If you know everything about 2 × 2 arrays. .Mathematical Prependix 28 0. the step from one dimension to two is the big one. Anyway. What matrix plays the role of zero so that adding it changes nothing? An array of all zeroes. And. can wait until they’re needed in section 8. the extension to 3 × 3 is easy. h.41) You run across the rows of the ﬁrst matrix and down the columns of the second matrix in order to construct the entries in the product. multiplied. b = 0 This makes the top right entry work too. You have (vx . They can be rectangular too. Just as you have components of vectors with respect to a basis you will have components of certain types of vector-valued functions. The development of these ideas. They can be added. . thereby reproducing the second factor? For the top left entry of the product. After that the step to three dimensions or even N dimensions is relatively small. It also appears in describing dielectric properties of a crystal. An important sort of function (a linear. divided. there is a unit matrix for multiplication. vy . Just as with with either mechanics or calculus. vθ . it too has components (nine this time) and these form matrices. Besides. g. 8. Just as there is a zero matrix for addition. vφ ) with three components for a vector. For the moment this will be a summary of some rules without any discussion of the reasons that they are the way they are. . What is it? What entries in the ﬁrst factor of (0. ae + bg = e for all e and g =⇒ a = 1.10 Matrices This section appears in chapters 4. I said that there are nine components and these objects have only four. For the moment then a matrix is a square array of numbers. but not here. Similarly for the bottom entries you need to have c = 0 and d = 1. 10. a b c d + e f g h = a+e b+f c+g d+h (0. That makes the identity matrix (I ) = 1 0 0 1 .40) and of course subtraction just changes all the + signs to −. vz ) or (vr .41) make the product equal the array of e.2. f. vector-valued function of a vector variable) appears in describing the angular momentum of a rigid body. Multiplication obeys a b c d e f g h = ae + bg af + bh ce + dg cf + dh (0. And in describing rotations of vectors. even exponentiated. showing the reason for the odd-looking rules that matrices obey. it’s easier to write these and they take only about 8/27 of the arithmetic to manipulate them.

You can however check that this identity matrix works just as well as the right hand factor as it does on the left. (0. cx + dy = q. They also appear in mundane settings.42) obeys BB−1 = B−1 B = I The statement that matrix multiplication is not commutative is AB = BA.42) Multiply this by the original matrix and verify that you get the identity. I’ll just write the answer. acx + ady = aq −→ cby − ady = cp − aq −→ y = bc − ad . Also the distributive law: A(B + C) = AB + AC. then subtract (0. Sometimes a boldface sans serif font is chosen for this purpose. Simultaneous equations Matrices appear in many interesting and elegant contexts. multiply the ﬁrst by d and the second by b. Set the right side of Eq. c.41) to the identity matrix and solve the four equations in the four unknowns a. (0. but for matrices there are no standards. How do you solve two linear equations in two unknowns? ax + by = p. and it serves as well as anything else so that’s what I will use here. It works in either order. d. b. c d B= e f .43) cp − aq cax + cby = cp. You do have the associative law though: A(BC) = (AB)C. g h then AB = C = ae + bg af + bh ce + dg cf + dh The inverse matrix as in Eq. bcx + bdy = bq −→ dax − bcx = dp − bq −→ x = dp − bq da − bc multiply the ﬁrst by c and the second by a.Mathematical Prependix 29 The order of multiplication matters. The inverse of a matrix is that matrix such that the product with the original is the identity. but you should carry out the algebra so that the result is yours and not mine. A= a b . but these are no less important. then subtract dax + dby = dp. and multiplication is not commutative. There is no common notation for a matrix as there is for vectors. e f g h −1 = 1 eh − f g h −f −g e (0. so check it both ways. In the latter case you see boldface type or an arrow or sometimes a squiggly underline.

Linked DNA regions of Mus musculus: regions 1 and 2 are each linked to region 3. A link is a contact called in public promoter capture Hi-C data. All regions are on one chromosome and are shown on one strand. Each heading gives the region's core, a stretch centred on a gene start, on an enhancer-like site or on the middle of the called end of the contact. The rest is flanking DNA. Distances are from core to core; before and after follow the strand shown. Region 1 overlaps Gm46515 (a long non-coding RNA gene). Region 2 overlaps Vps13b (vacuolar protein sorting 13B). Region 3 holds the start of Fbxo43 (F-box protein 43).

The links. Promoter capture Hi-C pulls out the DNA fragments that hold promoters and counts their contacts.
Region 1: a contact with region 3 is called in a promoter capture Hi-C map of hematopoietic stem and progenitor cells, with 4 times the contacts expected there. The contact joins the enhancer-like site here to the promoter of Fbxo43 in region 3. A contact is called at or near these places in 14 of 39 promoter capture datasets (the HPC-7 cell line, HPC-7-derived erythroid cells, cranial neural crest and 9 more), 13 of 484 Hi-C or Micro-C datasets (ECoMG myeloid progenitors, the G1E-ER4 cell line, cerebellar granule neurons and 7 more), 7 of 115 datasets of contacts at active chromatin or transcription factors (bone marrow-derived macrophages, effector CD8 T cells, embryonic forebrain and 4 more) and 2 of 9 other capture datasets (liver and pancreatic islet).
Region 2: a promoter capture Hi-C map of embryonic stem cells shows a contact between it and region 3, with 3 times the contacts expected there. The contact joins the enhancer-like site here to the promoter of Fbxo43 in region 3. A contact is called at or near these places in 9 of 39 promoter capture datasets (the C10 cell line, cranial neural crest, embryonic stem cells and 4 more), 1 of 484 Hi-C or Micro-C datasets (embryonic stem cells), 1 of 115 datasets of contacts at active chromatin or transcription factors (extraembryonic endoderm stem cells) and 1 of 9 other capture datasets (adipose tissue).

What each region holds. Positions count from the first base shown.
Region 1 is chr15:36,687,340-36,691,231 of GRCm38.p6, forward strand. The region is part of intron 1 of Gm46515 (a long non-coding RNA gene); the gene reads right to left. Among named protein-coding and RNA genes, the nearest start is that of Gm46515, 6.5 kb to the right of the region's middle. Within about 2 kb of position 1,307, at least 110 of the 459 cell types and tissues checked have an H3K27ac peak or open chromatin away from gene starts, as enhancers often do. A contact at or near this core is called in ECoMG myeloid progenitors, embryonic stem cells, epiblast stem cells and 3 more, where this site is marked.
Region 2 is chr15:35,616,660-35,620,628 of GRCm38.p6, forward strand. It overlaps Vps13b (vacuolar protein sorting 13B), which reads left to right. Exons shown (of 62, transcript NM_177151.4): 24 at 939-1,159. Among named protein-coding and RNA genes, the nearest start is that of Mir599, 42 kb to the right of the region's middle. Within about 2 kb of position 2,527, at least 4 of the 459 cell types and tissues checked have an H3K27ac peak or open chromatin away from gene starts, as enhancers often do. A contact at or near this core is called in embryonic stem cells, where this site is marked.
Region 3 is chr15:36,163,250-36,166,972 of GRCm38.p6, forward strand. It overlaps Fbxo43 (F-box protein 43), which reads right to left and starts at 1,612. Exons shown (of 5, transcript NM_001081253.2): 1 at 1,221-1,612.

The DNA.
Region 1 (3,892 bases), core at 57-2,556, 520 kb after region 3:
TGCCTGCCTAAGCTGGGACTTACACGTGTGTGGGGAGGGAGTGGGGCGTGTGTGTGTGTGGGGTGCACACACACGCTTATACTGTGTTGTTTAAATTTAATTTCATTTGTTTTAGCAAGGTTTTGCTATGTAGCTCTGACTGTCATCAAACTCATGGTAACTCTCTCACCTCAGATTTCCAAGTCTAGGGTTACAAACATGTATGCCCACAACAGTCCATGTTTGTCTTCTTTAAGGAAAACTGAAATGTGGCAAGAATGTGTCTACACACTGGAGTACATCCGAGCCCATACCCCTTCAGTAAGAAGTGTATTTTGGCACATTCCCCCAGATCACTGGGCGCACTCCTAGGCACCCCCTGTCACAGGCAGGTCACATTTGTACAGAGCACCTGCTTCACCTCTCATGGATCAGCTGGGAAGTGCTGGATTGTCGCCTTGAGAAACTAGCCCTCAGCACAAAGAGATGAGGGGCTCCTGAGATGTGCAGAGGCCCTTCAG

The second case is exceptional. You can have a solution if p and q are both zero or if a particular combination of p. cx + dy = 0 but ad − bc = 0 (0. 3. It means that the two equations you are solving are ax + by = 0.4. 30 a b c d x y = p q or Mx = p Multiply both sides of this matrix equation by the inverse of M from Eq. You can’t divide by zero. . so this comparison is really circular.42). Now ad = bc. If the determinant is non-zero then the solution exists and is unique. 2. dax − bcx = dp − bq −→ (da − bc)x = dp − bq also (da − bc)y = aq − cp What if da − bc = 0? then the right sides of the equations must be zero. Once you have found one. and the elements of the matrix conspire to make the right side zero. Does this always work? No.43) I ignored that important point. If the determinant is zero and both p and q are zero there are an inﬁnite number of solutions.Mathematical Prependix This is matrix inversion in disguise. not two. multiply the ﬁrst of these by d: dax + dby = 0. In fact. otherwise there is no solution.8 and 10. That in turn means that you have an inﬁnite number of solutions x and y for the answer.44) If for example d and b are = 0. (0. that explicit solution is how the inverse matrix is derived. If the determinant is zero and p or q is non-zero there is no solution unless special circumstances occur. That means you really have one equation for the two unknowns. ad − bc = determinant of the matrix The determinant determines the nature of the solutions (deterministically of course). so this equation is the same as bcx + bdy = 0 or cx + dy = 0. Case #1 is routine. You solve simultaneous equations and you expect to ﬁnd a solution. and in Eq. M−1 Mx = x = M−1 p = 1 ad − bc d −c −b a p q = x y This is exactly the same as the preceding explicit solution for x and y . and it can be used to determine properties of the right-hand side. (0. The third case is the most common for the purposes of this book. It will show up (perhaps in disguise) in sections 7. 1. q .